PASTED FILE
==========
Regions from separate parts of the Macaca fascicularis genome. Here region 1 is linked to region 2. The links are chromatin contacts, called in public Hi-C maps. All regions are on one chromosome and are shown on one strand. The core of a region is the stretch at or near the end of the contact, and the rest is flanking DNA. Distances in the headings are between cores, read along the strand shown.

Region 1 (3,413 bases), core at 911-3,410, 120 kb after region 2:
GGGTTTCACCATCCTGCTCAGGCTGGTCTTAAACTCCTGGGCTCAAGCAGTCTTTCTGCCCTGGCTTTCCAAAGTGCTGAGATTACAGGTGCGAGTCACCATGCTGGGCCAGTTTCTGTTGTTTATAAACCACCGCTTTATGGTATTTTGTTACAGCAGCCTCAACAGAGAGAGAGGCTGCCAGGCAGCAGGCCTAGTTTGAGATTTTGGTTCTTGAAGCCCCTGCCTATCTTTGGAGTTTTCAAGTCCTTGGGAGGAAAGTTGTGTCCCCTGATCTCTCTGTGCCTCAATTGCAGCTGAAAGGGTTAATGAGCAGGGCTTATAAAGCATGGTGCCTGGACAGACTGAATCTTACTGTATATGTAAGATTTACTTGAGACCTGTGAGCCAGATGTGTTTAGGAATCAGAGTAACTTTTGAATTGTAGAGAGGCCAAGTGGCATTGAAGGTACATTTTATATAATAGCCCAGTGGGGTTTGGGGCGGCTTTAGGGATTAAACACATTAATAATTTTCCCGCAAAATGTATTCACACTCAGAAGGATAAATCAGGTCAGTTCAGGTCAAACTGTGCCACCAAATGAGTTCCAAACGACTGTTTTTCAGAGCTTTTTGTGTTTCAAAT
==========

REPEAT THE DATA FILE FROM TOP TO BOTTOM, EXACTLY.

Regions from separate parts of the Macaca fascicularis genome. Here region 1 is linked to region 2. The links are chromatin contacts, called in public Hi-C maps. All regions are on one chromosome and are shown on one strand. The core of a region is the stretch at or near the end of the contact, and the rest is flanking DNA. Distances in the headings are between cores, read along the strand shown.

Region 1 (3,413 bases), core at 911-3,410, 120 kb after region 2:
GGGTTTCACCATCCTGCTCAGGCTGGTCTTAAACTCCTGGGCTCAAGCAGTCTTTCTGCCCTGGCTTTCCAAAGTGCTGAGATTACAGGTGCGAGTCACCATGCTGGGCCAGTTTCTGTTGTTTATAAACCACCGCTTTATGGTATTTTGTTACAGCAGCCTCAACAGAGAGAGAGGCTGCCAGGCAGCAGGCCTAGTTTGAGATTTTGGTTCTTGAAGCCCCTGCCTATCTTTGGAGTTTTCAAGTCCTTGGGAGGAAAGTTGTGTCCCCTGATCTCTCTGTGCCTCAATTGCAGCTGAAAGGGTTAATGAGCAGGGCTTATAAAGCATGGTGCCTGGACAGACTGAATCTTACTGTATATGTAAGATTTACTTGAGACCTGTGAGCCAGATGTGTTTAGGAATCAGAGTAACTTTTGAATTGTAGAGAGGCCAAGTGGCATTGAAGGTACATTTTATATAATAGCCCAGTGGGGTTTGGGGCGGCTTTAGGGATTAAACACATTAATAATTTTCCCGCAAAATGTATTCACACTCAGAAGGATAAATCAGGTCAGTTCAGGTCAAACTGTGCCACCAAATGAGTTCCAAACGACTGTTTTTCAGAGCTTTTTGTGTTTCAAAT